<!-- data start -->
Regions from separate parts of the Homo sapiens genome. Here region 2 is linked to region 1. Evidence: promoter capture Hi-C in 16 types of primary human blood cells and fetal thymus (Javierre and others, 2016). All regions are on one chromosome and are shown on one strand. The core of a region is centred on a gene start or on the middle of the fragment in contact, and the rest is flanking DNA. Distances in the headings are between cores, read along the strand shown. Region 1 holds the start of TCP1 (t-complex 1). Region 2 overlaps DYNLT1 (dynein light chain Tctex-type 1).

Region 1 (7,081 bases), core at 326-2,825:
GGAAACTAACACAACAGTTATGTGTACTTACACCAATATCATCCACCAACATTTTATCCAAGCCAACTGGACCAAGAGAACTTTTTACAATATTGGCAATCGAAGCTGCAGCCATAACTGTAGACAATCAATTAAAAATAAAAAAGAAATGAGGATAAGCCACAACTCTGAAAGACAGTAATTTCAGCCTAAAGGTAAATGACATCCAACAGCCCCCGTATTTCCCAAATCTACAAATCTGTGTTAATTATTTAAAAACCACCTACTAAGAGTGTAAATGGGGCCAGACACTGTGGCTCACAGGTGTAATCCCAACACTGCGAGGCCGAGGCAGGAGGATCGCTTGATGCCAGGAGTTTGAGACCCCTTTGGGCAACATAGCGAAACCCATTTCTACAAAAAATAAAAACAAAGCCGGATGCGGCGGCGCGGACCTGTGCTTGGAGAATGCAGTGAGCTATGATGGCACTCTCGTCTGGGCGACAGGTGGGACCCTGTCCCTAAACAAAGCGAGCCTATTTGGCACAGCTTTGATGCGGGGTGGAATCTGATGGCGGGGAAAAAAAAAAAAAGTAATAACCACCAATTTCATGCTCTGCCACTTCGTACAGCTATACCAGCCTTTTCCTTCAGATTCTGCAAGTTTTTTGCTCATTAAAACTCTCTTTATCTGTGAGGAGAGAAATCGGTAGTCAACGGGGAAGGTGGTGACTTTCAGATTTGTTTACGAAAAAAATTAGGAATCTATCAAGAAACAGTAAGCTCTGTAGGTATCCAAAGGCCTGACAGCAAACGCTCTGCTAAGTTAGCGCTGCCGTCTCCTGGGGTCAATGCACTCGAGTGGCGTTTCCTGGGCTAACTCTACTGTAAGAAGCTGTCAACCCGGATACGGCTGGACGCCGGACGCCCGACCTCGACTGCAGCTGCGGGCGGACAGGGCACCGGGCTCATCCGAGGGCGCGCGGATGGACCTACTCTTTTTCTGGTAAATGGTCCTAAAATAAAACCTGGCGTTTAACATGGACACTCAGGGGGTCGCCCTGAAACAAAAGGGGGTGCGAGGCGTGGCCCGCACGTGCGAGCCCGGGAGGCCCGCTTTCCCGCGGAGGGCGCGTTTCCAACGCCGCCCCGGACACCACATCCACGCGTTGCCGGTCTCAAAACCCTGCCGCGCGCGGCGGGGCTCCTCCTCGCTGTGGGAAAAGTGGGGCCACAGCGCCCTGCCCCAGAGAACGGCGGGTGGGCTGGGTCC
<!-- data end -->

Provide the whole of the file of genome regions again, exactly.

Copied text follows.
Regions from separate parts of the Homo sapiens genome. Here region 2 is linked to region 1. Evidence: promoter capture Hi-C in 16 types of primary human blood cells and fetal thymus (Javierre and others, 2016). All regions are on one chromosome and are shown on one strand. The core of a region is centred on a gene start or on the middle of the fragment in contact, and the rest is flanking DNA. Distances in the headings are between cores, read along the strand shown. Region 1 holds the start of TCP1 (t-complex 1). Region 2 overlaps DYNLT1 (dynein light chain Tctex-type 1).

Region 1 (7,081 bases), core at 326-2,825:
GGAAACTAACACAACAGTTATGTGTACTTACACCAATATCATCCACCAACATTTTATCCAAGCCAACTGGACCAAGAGAACTTTTTACAATATTGGCAATCGAAGCTGCAGCCATAACTGTAGACAATCAATTAAAAATAAAAAAGAAATGAGGATAAGCCACAACTCTGAAAGACAGTAATTTCAGCCTAAAGGTAAATGACATCCAACAGCCCCCGTATTTCCCAAATCTACAAATCTGTGTTAATTATTTAAAAACCACCTACTAAGAGTGTAAATGGGGCCAGACACTGTGGCTCACAGGTGTAATCCCAACACTGCGAGGCCGAGGCAGGAGGATCGCTTGATGCCAGGAGTTTGAGACCCCTTTGGGCAACATAGCGAAACCCATTTCTACAAAAAATAAAAACAAAGCCGGATGCGGCGGCGCGGACCTGTGCTTGGAGAATGCAGTGAGCTATGATGGCACTCTCGTCTGGGCGACAGGTGGGACCCTGTCCCTAAACAAAGCGAGCCTATTTGGCACAGCTTTGATGCGGGGTGGAATCTGATGGCGGGGAAAAAAAAAAAAAGTAATAACCACCAATTTCATGCTCTGCCACTTCGTACAGCTATACCAGCCTTTTCCTTCAGATTCTGCAAGTTTTTTGCTCATTAAAACTCTCTTTATCTGTGAGGAGAGAAATCGGTAGTCAACGGGGAAGGTGGTGACTTTCAGATTTGTTTACGAAAAAAATTAGGAATCTATCAAGAAACAGTAAGCTCTGTAGGTATCCAAAGGCCTGACAGCAAACGCTCTGCTAAGTTAGCGCTGCCGTCTCCTGGGGTCAATGCACTCGAGTGGCGTTTCCTGGGCTAACTCTACTGTAAGAAGCTGTCAACCCGGATACGGCTGGACGCCGGACGCCCGACCTCGACTGCAGCTGCGGGCGGACAGGGCACCGGGCTCATCCGAGGGCGCGCGGATGGACCTACTCTTTTTCTGGTAAATGGTCCTAAAATAAAACCTGGCGTTTAACATGGACACTCAGGGGGTCGCCCTGAAACAAAAGGGGGTGCGAGGCGTGGCCCGCACGTGCGAGCCCGGGAGGCCCGCTTTCCCGCGGAGGGCGCGTTTCCAACGCCGCCCCGGACACCACATCCACGCGTTGCCGGTCTCAAAACCCTGCCGCGCGCGGCGGGGCTCCTCCTCGCTGTGGGAAAAGTGGGGCCACAGCGCCCTGCCCCAGAGAACGGCGGGTGGGCTGGGTCC